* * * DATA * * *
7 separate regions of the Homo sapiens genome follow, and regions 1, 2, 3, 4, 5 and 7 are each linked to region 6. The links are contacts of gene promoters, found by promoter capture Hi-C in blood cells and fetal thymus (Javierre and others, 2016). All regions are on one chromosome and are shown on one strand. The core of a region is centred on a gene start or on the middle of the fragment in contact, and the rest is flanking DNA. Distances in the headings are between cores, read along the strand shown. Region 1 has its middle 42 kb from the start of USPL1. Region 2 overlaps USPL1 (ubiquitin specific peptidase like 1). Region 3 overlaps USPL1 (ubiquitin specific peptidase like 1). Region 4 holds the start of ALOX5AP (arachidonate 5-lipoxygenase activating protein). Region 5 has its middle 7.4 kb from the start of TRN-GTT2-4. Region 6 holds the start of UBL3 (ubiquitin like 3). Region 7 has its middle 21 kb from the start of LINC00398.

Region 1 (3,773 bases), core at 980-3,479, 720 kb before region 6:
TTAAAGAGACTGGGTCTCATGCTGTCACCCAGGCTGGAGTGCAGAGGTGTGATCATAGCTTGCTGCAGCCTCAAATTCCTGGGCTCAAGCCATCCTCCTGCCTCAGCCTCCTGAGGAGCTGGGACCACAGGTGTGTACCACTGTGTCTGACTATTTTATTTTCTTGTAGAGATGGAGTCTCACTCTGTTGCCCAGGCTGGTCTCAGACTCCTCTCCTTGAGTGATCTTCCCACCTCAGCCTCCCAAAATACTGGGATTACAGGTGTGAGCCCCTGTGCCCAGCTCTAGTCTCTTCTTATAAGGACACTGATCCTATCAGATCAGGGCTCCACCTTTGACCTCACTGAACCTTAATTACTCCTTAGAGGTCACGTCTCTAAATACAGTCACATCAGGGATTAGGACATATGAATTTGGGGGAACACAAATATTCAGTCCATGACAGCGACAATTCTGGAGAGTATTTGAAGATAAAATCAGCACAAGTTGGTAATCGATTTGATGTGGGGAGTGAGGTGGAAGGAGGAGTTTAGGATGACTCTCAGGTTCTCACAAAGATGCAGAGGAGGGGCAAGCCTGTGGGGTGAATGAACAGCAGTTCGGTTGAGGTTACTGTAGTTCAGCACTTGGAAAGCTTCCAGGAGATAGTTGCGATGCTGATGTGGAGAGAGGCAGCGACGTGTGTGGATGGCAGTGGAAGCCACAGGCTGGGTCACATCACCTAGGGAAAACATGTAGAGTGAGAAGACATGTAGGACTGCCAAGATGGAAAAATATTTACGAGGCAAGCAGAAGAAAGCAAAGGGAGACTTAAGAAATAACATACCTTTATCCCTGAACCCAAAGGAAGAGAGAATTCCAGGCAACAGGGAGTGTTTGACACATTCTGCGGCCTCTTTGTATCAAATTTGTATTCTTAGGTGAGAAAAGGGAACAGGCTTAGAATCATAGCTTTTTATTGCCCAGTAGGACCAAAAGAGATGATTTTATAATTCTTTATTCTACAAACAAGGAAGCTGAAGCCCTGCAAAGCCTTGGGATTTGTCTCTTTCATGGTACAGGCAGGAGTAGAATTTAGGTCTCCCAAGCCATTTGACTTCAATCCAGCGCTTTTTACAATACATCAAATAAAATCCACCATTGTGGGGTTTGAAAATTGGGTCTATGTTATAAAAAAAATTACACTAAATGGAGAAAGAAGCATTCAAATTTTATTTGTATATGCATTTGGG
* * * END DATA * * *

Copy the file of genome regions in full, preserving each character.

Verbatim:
7 separate regions of the Homo sapiens genome follow, and regions 1, 2, 3, 4, 5 and 7 are each linked to region 6. The links are contacts of gene promoters, found by promoter capture Hi-C in blood cells and fetal thymus (Javierre and others, 2016). All regions are on one chromosome and are shown on one strand. The core of a region is centred on a gene start or on the middle of the fragment in contact, and the rest is flanking DNA. Distances in the headings are between cores, read along the strand shown. Region 1 has its middle 42 kb from the start of USPL1. Region 2 overlaps USPL1 (ubiquitin specific peptidase like 1). Region 3 overlaps USPL1 (ubiquitin specific peptidase like 1). Region 4 holds the start of ALOX5AP (arachidonate 5-lipoxygenase activating protein). Region 5 has its middle 7.4 kb from the start of TRN-GTT2-4. Region 6 holds the start of UBL3 (ubiquitin like 3). Region 7 has its middle 21 kb from the start of LINC00398.

Region 1 (3,773 bases), core at 980-3,479, 720 kb before region 6:
TTAAAGAGACTGGGTCTCATGCTGTCACCCAGGCTGGAGTGCAGAGGTGTGATCATAGCTTGCTGCAGCCTCAAATTCCTGGGCTCAAGCCATCCTCCTGCCTCAGCCTCCTGAGGAGCTGGGACCACAGGTGTGTACCACTGTGTCTGACTATTTTATTTTCTTGTAGAGATGGAGTCTCACTCTGTTGCCCAGGCTGGTCTCAGACTCCTCTCCTTGAGTGATCTTCCCACCTCAGCCTCCCAAAATACTGGGATTACAGGTGTGAGCCCCTGTGCCCAGCTCTAGTCTCTTCTTATAAGGACACTGATCCTATCAGATCAGGGCTCCACCTTTGACCTCACTGAACCTTAATTACTCCTTAGAGGTCACGTCTCTAAATACAGTCACATCAGGGATTAGGACATATGAATTTGGGGGAACACAAATATTCAGTCCATGACAGCGACAATTCTGGAGAGTATTTGAAGATAAAATCAGCACAAGTTGGTAATCGATTTGATGTGGGGAGTGAGGTGGAAGGAGGAGTTTAGGATGACTCTCAGGTTCTCACAAAGATGCAGAGGAGGGGCAAGCCTGTGGGGTGAATGAACAGCAGTTCGGTTGAGGTTACTGTAGTTCAGCACTTGGAAAGCTTCCAGGAGATAGTTGCGATGCTGATGTGGAGAGAGGCAGCGACGTGTGTGGATGGCAGTGGAAGCCACAGGCTGGGTCACATCACCTAGGGAAAACATGTAGAGTGAGAAGACATGTAGGACTGCCAAGATGGAAAAATATTTACGAGGCAAGCAGAAGAAAGCAAAGGGAGACTTAAGAAATAACATACCTTTATCCCTGAACCCAAAGGAAGAGAGAATTCCAGGCAACAGGGAGTGTTTGACACATTCTGCGGCCTCTTTGTATCAAATTTGTATTCTTAGGTGAGAAAAGGGAACAGGCTTAGAATCATAGCTTTTTATTGCCCAGTAGGACCAAAAGAGATGATTTTATAATTCTTTATTCTACAAACAAGGAAGCTGAAGCCCTGCAAAGCCTTGGGATTTGTCTCTTTCATGGTACAGGCAGGAGTAGAATTTAGGTCTCCCAAGCCATTTGACTTCAATCCAGCGCTTTTTACAATACATCAAATAAAATCCACCATTGTGGGGTTTGAAAATTGGGTCTATGTTATAAAAAAAATTACACTAAATGGAGAAAGAAGCATTCAAATTTTATTTGTATATGCATTTGGG